Jewish World Review Sept. 10, 2004 / 24 Elul 5764
Crazy like Fox: Of bounces and non-bounces
John Kerry never got his bounce in the polls after the Democrats' national convention - the bounce that some of us were sure he'd get. Doesn't tradition dictate that each party's nominee get a boost after four days of continuous television coverage? It was in the cards.
But someone dealt the country a different hand this strange election year. Tradition must be on vacation. Senator Kerry may have picked up a point or two in some polls after the Democratic convention, if that much, but it was more dribble than bounce.
George W. Bush, on the other hand, seems to be doing much better in the polls after his convention. A couple of them gave him a double-digit lead, which will surely fade, but is still impressive. Because W's dramatic rise in the polls may not be entirely due to convention coverage, since he seemed to be gaining slightly in the weeks before the Republican convention opened.
Go figure. John Kerry's campaign certainly hasn't been weak. He's been stumping day and midnight. His selection of John Edwards as a running mate seemed to make good political sense at the time. What went wrong?
Can it be the impact of those commercials from the Swift Boat Veterans - the ones questioning his record in Vietnam and criticizing his congressional testimony against the war 30 years ago? Can they be having a greater impact than all the millions George Soros has poured into massive efforts like MoveOn.org over the years? Hard to believe.
Maybe it was the difference in how the political designers put together each party's convention. Maybe if John Kerry hadn't made his convention all about his service in Vietnam, as if he hadn't done anything of note since, he might be doing better now. Americans are a forward-looking people; it's hard to believe we're more interested in what a nominee said and did 30 years away than what he'll do now.
What happened? Here's my theory about last week's deviation from the typical election-year pattern, in which each of the major presidential candidates is supposed to enjoy a spike in the polls after his party's nominating convention:
For decades, the major television networks pretty much had the game to themselves. They're still there, and so is their political orientation-left of center, albeit in a smooth, respectable way. In that sense, Dan Rather, Tom Brokaw, and Peter Jennings don't differ all that much from Walter Cronkite and Huntley-Brinkley in their liberal heyday.
But a powerful new influence is now at work. Cable television, like talk radio, has shifted the balance, countering the influence of The Big Three on the tube and the agenda-setting influence of the New York Times and Washington Post in print. And the biggest success story on cable of late has been Fox News, which is about as fair and balanced as the Republican National Committee (all right, that's an exaggeration, but not much of one) while its cable rival, CNN, is closer to the DNC.
Anybody who doubts that Democrats tend to watch the news on CNN while Republicans prefer Fox need only note the Nielsen ratings during this year's conventions:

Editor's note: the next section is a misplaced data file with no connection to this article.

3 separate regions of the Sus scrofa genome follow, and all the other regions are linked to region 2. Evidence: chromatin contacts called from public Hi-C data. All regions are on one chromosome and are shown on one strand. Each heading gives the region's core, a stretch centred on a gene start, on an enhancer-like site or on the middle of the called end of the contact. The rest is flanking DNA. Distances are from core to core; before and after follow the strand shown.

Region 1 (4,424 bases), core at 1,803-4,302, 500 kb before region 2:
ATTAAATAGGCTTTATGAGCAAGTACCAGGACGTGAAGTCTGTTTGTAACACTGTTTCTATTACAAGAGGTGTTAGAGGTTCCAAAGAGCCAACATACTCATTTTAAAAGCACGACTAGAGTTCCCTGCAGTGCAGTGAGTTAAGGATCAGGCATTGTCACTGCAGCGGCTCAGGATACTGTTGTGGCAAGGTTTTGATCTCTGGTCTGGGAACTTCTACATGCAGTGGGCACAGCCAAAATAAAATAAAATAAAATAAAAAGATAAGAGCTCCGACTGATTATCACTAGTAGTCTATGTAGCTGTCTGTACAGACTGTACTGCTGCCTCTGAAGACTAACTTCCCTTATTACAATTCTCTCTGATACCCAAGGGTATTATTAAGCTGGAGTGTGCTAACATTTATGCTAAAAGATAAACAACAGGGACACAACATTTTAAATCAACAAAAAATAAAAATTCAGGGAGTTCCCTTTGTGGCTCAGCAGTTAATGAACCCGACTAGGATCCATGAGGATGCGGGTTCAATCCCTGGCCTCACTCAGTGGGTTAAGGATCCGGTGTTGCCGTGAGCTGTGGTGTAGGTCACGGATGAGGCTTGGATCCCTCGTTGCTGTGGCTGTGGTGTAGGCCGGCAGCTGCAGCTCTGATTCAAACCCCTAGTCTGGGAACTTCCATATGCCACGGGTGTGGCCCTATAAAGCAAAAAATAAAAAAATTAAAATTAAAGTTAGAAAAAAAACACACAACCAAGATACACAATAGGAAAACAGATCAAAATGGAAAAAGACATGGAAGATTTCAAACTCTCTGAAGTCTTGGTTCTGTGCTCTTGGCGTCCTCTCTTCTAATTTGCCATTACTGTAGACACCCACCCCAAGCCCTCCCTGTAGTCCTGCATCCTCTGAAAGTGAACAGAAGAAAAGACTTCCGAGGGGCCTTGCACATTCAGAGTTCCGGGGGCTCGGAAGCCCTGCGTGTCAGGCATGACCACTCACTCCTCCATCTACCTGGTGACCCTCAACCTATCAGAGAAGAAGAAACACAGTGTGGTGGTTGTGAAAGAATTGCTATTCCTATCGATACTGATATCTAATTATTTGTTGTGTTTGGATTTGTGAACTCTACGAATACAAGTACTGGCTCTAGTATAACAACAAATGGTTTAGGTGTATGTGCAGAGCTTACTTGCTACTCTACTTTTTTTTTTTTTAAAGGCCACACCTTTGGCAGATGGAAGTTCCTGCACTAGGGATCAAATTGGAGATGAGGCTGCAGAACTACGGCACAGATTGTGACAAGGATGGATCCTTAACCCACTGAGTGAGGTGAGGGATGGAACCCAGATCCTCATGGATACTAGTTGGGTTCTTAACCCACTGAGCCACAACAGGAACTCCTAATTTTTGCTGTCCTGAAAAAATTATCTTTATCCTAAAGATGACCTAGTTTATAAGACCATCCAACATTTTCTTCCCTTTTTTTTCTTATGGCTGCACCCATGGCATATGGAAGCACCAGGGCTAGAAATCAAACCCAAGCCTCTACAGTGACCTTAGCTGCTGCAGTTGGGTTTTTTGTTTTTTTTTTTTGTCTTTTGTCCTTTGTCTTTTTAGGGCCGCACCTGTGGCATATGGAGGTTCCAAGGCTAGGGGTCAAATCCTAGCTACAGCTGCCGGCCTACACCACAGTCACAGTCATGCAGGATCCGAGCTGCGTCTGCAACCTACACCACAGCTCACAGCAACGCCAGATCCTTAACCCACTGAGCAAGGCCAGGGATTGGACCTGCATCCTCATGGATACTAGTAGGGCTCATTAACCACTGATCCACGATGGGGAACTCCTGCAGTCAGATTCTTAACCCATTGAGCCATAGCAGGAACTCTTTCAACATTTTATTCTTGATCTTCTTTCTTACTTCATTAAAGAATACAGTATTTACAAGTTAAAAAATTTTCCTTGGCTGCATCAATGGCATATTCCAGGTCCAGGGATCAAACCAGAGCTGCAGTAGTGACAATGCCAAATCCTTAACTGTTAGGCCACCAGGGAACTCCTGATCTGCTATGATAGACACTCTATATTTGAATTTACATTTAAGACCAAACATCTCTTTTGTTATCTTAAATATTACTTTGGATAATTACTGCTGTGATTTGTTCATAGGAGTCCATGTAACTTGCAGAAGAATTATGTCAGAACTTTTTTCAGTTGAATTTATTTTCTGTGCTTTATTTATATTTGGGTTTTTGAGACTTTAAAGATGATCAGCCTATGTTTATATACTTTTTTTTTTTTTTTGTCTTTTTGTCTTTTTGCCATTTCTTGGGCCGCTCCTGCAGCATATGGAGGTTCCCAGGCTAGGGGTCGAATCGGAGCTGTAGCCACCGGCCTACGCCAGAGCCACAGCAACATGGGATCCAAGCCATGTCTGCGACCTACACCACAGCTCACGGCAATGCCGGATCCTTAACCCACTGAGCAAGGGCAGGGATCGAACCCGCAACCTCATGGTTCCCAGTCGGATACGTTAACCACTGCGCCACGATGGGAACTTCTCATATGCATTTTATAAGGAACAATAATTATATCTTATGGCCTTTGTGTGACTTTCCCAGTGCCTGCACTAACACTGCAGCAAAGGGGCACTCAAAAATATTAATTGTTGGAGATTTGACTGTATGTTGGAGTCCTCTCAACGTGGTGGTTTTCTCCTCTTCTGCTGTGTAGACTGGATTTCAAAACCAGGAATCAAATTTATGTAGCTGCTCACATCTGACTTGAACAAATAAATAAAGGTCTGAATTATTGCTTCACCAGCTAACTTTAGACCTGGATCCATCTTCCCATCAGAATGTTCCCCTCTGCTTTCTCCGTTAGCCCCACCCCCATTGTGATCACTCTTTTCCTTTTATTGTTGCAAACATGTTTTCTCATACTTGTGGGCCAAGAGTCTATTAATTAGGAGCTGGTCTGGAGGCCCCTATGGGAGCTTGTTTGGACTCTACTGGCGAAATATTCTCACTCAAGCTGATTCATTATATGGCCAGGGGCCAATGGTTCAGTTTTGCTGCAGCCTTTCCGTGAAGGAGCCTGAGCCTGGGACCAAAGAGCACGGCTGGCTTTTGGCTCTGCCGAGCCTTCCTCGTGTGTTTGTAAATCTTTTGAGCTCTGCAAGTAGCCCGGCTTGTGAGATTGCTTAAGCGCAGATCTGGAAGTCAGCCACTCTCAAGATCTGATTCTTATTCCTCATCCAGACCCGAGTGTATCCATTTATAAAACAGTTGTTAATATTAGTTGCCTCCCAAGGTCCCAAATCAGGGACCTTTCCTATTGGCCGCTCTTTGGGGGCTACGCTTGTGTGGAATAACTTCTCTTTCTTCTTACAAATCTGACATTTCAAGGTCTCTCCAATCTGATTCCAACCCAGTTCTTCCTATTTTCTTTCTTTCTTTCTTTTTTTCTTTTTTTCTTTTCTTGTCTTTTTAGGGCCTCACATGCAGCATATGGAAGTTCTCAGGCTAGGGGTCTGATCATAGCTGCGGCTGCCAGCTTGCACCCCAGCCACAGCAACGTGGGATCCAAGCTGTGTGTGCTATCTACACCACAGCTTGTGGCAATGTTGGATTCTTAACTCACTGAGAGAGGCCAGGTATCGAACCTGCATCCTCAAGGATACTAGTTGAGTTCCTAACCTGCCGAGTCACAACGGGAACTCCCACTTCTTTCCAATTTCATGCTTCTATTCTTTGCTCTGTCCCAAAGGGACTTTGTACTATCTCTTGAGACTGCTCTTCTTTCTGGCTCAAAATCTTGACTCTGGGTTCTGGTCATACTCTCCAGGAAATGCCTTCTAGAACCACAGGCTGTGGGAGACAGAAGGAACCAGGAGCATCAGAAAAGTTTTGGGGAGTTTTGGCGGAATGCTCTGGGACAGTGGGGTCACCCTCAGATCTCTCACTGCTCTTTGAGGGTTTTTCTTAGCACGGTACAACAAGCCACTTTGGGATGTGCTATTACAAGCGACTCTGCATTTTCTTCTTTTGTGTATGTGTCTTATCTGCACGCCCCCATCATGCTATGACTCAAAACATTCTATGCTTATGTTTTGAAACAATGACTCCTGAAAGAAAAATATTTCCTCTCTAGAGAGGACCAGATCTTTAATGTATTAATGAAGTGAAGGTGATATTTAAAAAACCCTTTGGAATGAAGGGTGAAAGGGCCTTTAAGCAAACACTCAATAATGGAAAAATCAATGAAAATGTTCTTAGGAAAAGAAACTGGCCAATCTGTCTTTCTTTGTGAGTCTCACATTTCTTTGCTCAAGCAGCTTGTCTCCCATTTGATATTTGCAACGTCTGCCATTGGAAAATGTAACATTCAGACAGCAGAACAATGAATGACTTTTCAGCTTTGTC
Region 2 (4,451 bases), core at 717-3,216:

CNN drew the greatest number of viewers during the Democratic convention in Boston (an average of 2.3 million a day) while Fox averaged 2.1 million, and MSNBC 1.3 million.
But when the Republicans convened in New York, Fox zoomed ahead, attracting 4.3 million viewers the night Zell Miller and Dick Cheney addressed the convention, while CNN drew only 1.1 million and MSNBC less than a million. And here's the kicker:
During the hour Wednesday night when Messrs. Miller and Cheney were giving the opposition the works, Fox News beat out each of the Big Three networks. It used to be a rarity for a cable network to draw more viewers than any of the Big Three, but Fox attracted an average of 5.9 million viewers that hour-compared to NBC with 4.5 million, ABC with 3.3 million, and CBS with 2.6 million. CNN and MSNBC lagged behind with some 1.2 million viewers each.
Is it George W. Bush's appeal that explains how well Fox is doing in the ratings this summer, or is it Fox's appeal that explains how well George W. Bush is doing?
It's a kind of chicken-or-egg question. The two-Fox and the GOP-seem to share a symbiotic relationship, each strengthening the appeal of the other. Can it be that they speak more directly to The People, that great behemoth the Democratic candidates are always invoking?
American public opinion is a fickle, mercurial mix of many different factors, and the growing influence of Fox News is only one of them. But it may be making all the difference this year. At this point, its influence seems to be outweighing that of its cable rivals, the old Big Three, plus NPR thrown in for good measure. Maybe that's why the old expectation that each party would get about the same bounce out of its convention no longer holds. Indeed, the whole complexion of American politics could be changing because of one upstart, and very foxy, network.
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